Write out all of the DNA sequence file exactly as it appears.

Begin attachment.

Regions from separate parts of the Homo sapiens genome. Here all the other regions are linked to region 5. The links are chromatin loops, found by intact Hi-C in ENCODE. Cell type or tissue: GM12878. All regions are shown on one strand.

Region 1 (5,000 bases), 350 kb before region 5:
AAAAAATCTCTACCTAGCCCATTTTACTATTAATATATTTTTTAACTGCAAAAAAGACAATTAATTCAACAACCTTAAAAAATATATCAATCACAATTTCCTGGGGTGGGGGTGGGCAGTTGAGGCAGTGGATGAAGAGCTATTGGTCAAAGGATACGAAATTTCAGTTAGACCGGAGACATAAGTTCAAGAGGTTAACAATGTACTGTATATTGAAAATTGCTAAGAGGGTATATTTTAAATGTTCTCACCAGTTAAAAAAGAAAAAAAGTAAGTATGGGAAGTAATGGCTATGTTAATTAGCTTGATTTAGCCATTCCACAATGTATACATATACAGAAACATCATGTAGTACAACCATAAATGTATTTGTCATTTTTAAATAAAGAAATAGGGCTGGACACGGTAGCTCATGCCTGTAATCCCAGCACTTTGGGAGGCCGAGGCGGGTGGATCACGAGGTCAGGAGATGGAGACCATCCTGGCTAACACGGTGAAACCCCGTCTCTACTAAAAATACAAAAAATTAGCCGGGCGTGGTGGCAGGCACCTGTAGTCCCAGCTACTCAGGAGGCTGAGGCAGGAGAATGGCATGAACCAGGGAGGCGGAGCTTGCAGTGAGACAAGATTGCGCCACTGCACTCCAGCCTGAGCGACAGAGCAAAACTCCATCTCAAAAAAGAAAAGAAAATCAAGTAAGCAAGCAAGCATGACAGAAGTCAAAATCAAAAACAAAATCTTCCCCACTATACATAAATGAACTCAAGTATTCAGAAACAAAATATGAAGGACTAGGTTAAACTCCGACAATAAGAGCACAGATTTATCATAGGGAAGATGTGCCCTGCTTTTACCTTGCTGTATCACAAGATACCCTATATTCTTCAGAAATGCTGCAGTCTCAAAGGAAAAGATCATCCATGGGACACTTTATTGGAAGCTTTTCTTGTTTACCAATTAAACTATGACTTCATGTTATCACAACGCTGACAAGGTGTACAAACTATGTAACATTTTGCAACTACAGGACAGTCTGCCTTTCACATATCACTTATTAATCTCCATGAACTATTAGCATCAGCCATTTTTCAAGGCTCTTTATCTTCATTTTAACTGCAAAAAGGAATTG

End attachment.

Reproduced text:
Regions from separate parts of the Homo sapiens genome. Here all the other regions are linked to region 5. The links are chromatin loops, found by intact Hi-C in ENCODE. Cell type or tissue: GM12878. All regions are shown on one strand.

Region 1 (5,000 bases), 350 kb before region 5:
AAAAAATCTCTACCTAGCCCATTTTACTATTAATATATTTTTTAACTGCAAAAAAGACAATTAATTCAACAACCTTAAAAAATATATCAATCACAATTTCCTGGGGTGGGGGTGGGCAGTTGAGGCAGTGGATGAAGAGCTATTGGTCAAAGGATACGAAATTTCAGTTAGACCGGAGACATAAGTTCAAGAGGTTAACAATGTACTGTATATTGAAAATTGCTAAGAGGGTATATTTTAAATGTTCTCACCAGTTAAAAAAGAAAAAAAGTAAGTATGGGAAGTAATGGCTATGTTAATTAGCTTGATTTAGCCATTCCACAATGTATACATATACAGAAACATCATGTAGTACAACCATAAATGTATTTGTCATTTTTAAATAAAGAAATAGGGCTGGACACGGTAGCTCATGCCTGTAATCCCAGCACTTTGGGAGGCCGAGGCGGGTGGATCACGAGGTCAGGAGATGGAGACCATCCTGGCTAACACGGTGAAACCCCGTCTCTACTAAAAATACAAAAAATTAGCCGGGCGTGGTGGCAGGCACCTGTAGTCCCAGCTACTCAGGAGGCTGAGGCAGGAGAATGGCATGAACCAGGGAGGCGGAGCTTGCAGTGAGACAAGATTGCGCCACTGCACTCCAGCCTGAGCGACAGAGCAAAACTCCATCTCAAAAAAGAAAAGAAAATCAAGTAAGCAAGCAAGCATGACAGAAGTCAAAATCAAAAACAAAATCTTCCCCACTATACATAAATGAACTCAAGTATTCAGAAACAAAATATGAAGGACTAGGTTAAACTCCGACAATAAGAGCACAGATTTATCATAGGGAAGATGTGCCCTGCTTTTACCTTGCTGTATCACAAGATACCCTATATTCTTCAGAAATGCTGCAGTCTCAAAGGAAAAGATCATCCATGGGACACTTTATTGGAAGCTTTTCTTGTTTACCAATTAAACTATGACTTCATGTTATCACAACGCTGACAAGGTGTACAAACTATGTAACATTTTGCAACTACAGGACAGTCTGCCTTTCACATATCACTTATTAATCTCCATGAACTATTAGCATCAGCCATTTTTCAAGGCTCTTTATCTTCATTTTAACTGCAAAAAGGAATTG